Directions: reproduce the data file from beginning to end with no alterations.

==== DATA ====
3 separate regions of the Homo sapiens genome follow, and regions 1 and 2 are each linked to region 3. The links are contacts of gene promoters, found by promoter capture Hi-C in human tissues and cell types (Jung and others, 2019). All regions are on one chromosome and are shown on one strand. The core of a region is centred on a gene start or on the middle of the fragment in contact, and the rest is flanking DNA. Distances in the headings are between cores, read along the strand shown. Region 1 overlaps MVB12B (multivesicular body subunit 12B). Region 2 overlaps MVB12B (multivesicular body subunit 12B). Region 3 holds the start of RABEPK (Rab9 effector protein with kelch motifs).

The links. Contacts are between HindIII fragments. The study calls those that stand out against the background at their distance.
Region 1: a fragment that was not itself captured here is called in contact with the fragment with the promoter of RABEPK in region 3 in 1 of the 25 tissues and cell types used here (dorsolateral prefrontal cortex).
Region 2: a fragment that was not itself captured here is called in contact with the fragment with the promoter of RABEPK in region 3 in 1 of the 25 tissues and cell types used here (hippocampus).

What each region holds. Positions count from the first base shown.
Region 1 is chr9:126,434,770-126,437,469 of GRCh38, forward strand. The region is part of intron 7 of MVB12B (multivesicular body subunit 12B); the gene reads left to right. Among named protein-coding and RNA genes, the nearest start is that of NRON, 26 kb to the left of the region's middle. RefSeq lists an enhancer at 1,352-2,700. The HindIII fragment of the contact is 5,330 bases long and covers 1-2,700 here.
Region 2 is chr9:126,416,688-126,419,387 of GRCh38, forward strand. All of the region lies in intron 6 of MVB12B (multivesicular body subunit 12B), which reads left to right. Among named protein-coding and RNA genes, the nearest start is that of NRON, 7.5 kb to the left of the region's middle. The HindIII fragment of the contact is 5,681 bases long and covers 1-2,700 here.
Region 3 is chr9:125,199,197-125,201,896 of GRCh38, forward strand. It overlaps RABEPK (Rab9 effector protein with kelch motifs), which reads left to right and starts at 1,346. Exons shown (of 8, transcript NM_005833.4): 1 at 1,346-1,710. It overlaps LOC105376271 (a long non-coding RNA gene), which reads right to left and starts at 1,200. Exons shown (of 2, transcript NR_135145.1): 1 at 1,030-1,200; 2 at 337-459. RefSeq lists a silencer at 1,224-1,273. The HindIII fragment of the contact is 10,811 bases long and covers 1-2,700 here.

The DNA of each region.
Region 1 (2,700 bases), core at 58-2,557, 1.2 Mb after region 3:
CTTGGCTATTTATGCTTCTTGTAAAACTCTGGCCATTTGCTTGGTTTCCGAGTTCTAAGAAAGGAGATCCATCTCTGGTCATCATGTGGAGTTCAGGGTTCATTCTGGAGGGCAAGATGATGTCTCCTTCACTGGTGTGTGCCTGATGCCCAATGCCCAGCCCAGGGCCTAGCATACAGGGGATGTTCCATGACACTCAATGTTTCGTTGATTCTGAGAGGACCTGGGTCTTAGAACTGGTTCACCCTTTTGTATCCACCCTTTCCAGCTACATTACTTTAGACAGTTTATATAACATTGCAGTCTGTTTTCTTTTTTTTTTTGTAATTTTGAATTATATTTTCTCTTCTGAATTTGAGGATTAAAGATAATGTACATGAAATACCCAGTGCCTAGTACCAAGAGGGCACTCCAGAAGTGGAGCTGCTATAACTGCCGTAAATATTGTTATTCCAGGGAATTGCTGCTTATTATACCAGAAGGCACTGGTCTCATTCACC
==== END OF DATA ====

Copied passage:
3 separate regions of the Homo sapiens genome follow, and regions 1 and 2 are each linked to region 3. The links are contacts of gene promoters, found by promoter capture Hi-C in human tissues and cell types (Jung and others, 2019). All regions are on one chromosome and are shown on one strand. The core of a region is centred on a gene start or on the middle of the fragment in contact, and the rest is flanking DNA. Distances in the headings are between cores, read along the strand shown. Region 1 overlaps MVB12B (multivesicular body subunit 12B). Region 2 overlaps MVB12B (multivesicular body subunit 12B). Region 3 holds the start of RABEPK (Rab9 effector protein with kelch motifs).

The links. Contacts are between HindIII fragments. The study calls those that stand out against the background at their distance.
Region 1: a fragment that was not itself captured here is called in contact with the fragment with the promoter of RABEPK in region 3 in 1 of the 25 tissues and cell types used here (dorsolateral prefrontal cortex).
Region 2: a fragment that was not itself captured here is called in contact with the fragment with the promoter of RABEPK in region 3 in 1 of the 25 tissues and cell types used here (hippocampus).

What each region holds. Positions count from the first base shown.
Region 1 is chr9:126,434,770-126,437,469 of GRCh38, forward strand. The region is part of intron 7 of MVB12B (multivesicular body subunit 12B); the gene reads left to right. Among named protein-coding and RNA genes, the nearest start is that of NRON, 26 kb to the left of the region's middle. RefSeq lists an enhancer at 1,352-2,700. The HindIII fragment of the contact is 5,330 bases long and covers 1-2,700 here.
Region 2 is chr9:126,416,688-126,419,387 of GRCh38, forward strand. All of the region lies in intron 6 of MVB12B (multivesicular body subunit 12B), which reads left to right. Among named protein-coding and RNA genes, the nearest start is that of NRON, 7.5 kb to the left of the region's middle. The HindIII fragment of the contact is 5,681 bases long and covers 1-2,700 here.
Region 3 is chr9:125,199,197-125,201,896 of GRCh38, forward strand. It overlaps RABEPK (Rab9 effector protein with kelch motifs), which reads left to right and starts at 1,346. Exons shown (of 8, transcript NM_005833.4): 1 at 1,346-1,710. It overlaps LOC105376271 (a long non-coding RNA gene), which reads right to left and starts at 1,200. Exons shown (of 2, transcript NR_135145.1): 1 at 1,030-1,200; 2 at 337-459. RefSeq lists a silencer at 1,224-1,273. The HindIII fragment of the contact is 10,811 bases long and covers 1-2,700 here.

The DNA of each region.
Region 1 (2,700 bases), core at 58-2,557, 1.2 Mb after region 3:
CTTGGCTATTTATGCTTCTTGTAAAACTCTGGCCATTTGCTTGGTTTCCGAGTTCTAAGAAAGGAGATCCATCTCTGGTCATCATGTGGAGTTCAGGGTTCATTCTGGAGGGCAAGATGATGTCTCCTTCACTGGTGTGTGCCTGATGCCCAATGCCCAGCCCAGGGCCTAGCATACAGGGGATGTTCCATGACACTCAATGTTTCGTTGATTCTGAGAGGACCTGGGTCTTAGAACTGGTTCACCCTTTTGTATCCACCCTTTCCAGCTACATTACTTTAGACAGTTTATATAACATTGCAGTCTGTTTTCTTTTTTTTTTTGTAATTTTGAATTATATTTTCTCTTCTGAATTTGAGGATTAAAGATAATGTACATGAAATACCCAGTGCCTAGTACCAAGAGGGCACTCCAGAAGTGGAGCTGCTATAACTGCCGTAAATATTGTTATTCCAGGGAATTGCTGCTTATTATACCAGAAGGCACTGGTCTCATTCACC